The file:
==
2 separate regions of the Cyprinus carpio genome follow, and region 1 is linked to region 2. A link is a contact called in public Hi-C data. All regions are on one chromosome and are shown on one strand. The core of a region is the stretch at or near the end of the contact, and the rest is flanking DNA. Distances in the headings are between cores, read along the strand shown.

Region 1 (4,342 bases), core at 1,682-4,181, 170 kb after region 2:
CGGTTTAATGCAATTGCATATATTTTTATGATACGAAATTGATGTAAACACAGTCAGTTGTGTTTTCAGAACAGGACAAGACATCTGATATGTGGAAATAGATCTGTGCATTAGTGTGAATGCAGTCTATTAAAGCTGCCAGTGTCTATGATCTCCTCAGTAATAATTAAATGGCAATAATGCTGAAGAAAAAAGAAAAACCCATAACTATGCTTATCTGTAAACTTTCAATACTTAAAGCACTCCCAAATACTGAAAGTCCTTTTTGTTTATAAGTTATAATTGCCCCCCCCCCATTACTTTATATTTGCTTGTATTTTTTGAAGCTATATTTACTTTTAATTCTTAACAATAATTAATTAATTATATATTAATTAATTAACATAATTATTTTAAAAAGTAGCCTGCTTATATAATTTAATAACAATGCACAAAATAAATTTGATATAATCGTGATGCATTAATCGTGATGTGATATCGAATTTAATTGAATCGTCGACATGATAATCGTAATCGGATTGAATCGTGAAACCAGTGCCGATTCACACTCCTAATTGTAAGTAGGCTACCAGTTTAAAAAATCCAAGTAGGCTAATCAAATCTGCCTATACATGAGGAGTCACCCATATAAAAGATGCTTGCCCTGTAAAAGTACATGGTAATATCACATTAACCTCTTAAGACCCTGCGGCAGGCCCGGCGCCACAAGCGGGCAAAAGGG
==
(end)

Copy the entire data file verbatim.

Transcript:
2 separate regions of the Cyprinus carpio genome follow, and region 1 is linked to region 2. A link is a contact called in public Hi-C data. All regions are on one chromosome and are shown on one strand. The core of a region is the stretch at or near the end of the contact, and the rest is flanking DNA. Distances in the headings are between cores, read along the strand shown.

Region 1 (4,342 bases), core at 1,682-4,181, 170 kb after region 2:
CGGTTTAATGCAATTGCATATATTTTTATGATACGAAATTGATGTAAACACAGTCAGTTGTGTTTTCAGAACAGGACAAGACATCTGATATGTGGAAATAGATCTGTGCATTAGTGTGAATGCAGTCTATTAAAGCTGCCAGTGTCTATGATCTCCTCAGTAATAATTAAATGGCAATAATGCTGAAGAAAAAAGAAAAACCCATAACTATGCTTATCTGTAAACTTTCAATACTTAAAGCACTCCCAAATACTGAAAGTCCTTTTTGTTTATAAGTTATAATTGCCCCCCCCCCATTACTTTATATTTGCTTGTATTTTTTGAAGCTATATTTACTTTTAATTCTTAACAATAATTAATTAATTATATATTAATTAATTAACATAATTATTTTAAAAAGTAGCCTGCTTATATAATTTAATAACAATGCACAAAATAAATTTGATATAATCGTGATGCATTAATCGTGATGTGATATCGAATTTAATTGAATCGTCGACATGATAATCGTAATCGGATTGAATCGTGAAACCAGTGCCGATTCACACTCCTAATTGTAAGTAGGCTACCAGTTTAAAAAATCCAAGTAGGCTAATCAAATCTGCCTATACATGAGGAGTCACCCATATAAAAGATGCTTGCCCTGTAAAAGTACATGGTAATATCACATTAACCTCTTAAGACCCTGCGGCAGGCCCGGCGCCACAAGCGGGCAAAAGGG